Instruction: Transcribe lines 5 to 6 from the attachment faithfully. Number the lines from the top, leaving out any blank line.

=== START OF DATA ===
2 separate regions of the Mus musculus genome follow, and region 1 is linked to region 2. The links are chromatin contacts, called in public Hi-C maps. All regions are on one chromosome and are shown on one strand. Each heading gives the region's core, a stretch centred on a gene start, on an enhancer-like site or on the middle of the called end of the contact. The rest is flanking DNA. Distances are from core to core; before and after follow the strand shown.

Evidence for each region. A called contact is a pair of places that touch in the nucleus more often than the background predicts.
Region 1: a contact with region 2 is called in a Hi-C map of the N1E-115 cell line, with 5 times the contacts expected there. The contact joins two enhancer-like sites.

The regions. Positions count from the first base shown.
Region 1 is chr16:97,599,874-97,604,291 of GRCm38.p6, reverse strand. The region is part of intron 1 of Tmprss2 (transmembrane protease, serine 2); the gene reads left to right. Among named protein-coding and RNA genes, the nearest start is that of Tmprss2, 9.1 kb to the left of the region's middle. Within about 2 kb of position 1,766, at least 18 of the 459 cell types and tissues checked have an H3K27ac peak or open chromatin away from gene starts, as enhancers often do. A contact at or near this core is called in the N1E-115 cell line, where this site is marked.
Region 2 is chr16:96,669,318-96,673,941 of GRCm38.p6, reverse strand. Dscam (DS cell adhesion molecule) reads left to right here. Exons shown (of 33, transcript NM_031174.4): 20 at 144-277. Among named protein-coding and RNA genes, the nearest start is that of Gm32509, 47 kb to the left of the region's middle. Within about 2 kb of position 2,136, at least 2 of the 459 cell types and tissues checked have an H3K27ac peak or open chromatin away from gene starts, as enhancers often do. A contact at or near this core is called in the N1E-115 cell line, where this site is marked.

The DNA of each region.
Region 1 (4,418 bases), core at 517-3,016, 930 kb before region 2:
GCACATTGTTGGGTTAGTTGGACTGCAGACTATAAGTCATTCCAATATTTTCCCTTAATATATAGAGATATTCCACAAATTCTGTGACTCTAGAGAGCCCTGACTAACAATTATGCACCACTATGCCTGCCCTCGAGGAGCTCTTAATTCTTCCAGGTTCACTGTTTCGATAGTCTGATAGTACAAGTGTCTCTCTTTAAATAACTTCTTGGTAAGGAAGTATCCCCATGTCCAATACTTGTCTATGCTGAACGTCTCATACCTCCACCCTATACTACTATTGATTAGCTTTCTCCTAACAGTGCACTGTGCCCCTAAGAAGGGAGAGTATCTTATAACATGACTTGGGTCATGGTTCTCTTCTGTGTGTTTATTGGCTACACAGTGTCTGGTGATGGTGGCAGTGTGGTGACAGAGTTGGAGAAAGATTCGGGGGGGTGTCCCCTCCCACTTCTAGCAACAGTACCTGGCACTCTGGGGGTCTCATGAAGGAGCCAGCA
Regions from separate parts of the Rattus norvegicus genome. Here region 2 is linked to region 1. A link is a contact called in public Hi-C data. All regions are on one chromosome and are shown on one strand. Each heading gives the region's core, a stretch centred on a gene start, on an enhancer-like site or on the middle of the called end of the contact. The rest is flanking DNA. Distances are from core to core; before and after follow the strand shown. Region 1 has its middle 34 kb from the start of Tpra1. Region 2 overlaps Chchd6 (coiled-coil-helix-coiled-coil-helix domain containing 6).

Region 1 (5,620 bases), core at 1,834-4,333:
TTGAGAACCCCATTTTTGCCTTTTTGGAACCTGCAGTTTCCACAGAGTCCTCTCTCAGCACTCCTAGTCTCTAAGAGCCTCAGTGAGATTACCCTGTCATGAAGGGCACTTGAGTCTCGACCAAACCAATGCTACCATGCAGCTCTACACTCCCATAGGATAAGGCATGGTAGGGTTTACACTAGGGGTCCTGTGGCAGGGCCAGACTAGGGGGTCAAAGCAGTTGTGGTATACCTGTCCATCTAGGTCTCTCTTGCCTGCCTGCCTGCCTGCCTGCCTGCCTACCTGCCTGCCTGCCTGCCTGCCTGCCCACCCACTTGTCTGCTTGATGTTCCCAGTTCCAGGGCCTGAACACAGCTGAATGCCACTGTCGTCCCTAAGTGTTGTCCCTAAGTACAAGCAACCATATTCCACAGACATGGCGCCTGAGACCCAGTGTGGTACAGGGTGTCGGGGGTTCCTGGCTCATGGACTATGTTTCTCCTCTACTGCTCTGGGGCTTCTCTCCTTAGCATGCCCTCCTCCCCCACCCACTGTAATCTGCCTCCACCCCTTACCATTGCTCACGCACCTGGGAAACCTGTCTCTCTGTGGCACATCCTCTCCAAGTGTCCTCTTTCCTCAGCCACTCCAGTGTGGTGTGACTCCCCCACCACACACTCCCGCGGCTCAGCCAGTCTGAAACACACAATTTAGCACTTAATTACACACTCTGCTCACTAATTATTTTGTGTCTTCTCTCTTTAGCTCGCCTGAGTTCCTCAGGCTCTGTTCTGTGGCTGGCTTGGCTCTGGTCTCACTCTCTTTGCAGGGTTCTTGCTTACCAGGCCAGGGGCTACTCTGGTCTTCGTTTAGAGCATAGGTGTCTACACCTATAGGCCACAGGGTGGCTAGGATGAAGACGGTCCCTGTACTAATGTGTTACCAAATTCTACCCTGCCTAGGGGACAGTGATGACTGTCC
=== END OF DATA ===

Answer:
Region 1 is chr16:97,599,874-97,604,291 of GRCm38.p6, reverse strand. The region is part of intron 1 of Tmprss2 (transmembrane protease, serine 2); the gene reads left to right. Among named protein-coding and RNA genes, the nearest start is that of Tmprss2, 9.1 kb to the left of the region's middle. Within about 2 kb of position 1,766, at least 18 of the 459 cell types and tissues checked have an H3K27ac peak or open chromatin away from gene starts, as enhancers often do. A contact at or near this core is called in the N1E-115 cell line, where this site is marked.
Region 2 is chr16:96,669,318-96,673,941 of GRCm38.p6, reverse strand. Dscam (DS cell adhesion molecule) reads left to right here. Exons shown (of 33, transcript NM_031174.4): 20 at 144-277. Among named protein-coding and RNA genes, the nearest start is that of Gm32509, 47 kb to the left of the region's middle. Within about 2 kb of position 2,136, at least 2 of the 459 cell types and tissues checked have an H3K27ac peak or open chromatin away from gene starts, as enhancers often do. A contact at or near this core is called in the N1E-115 cell line, where this site is marked.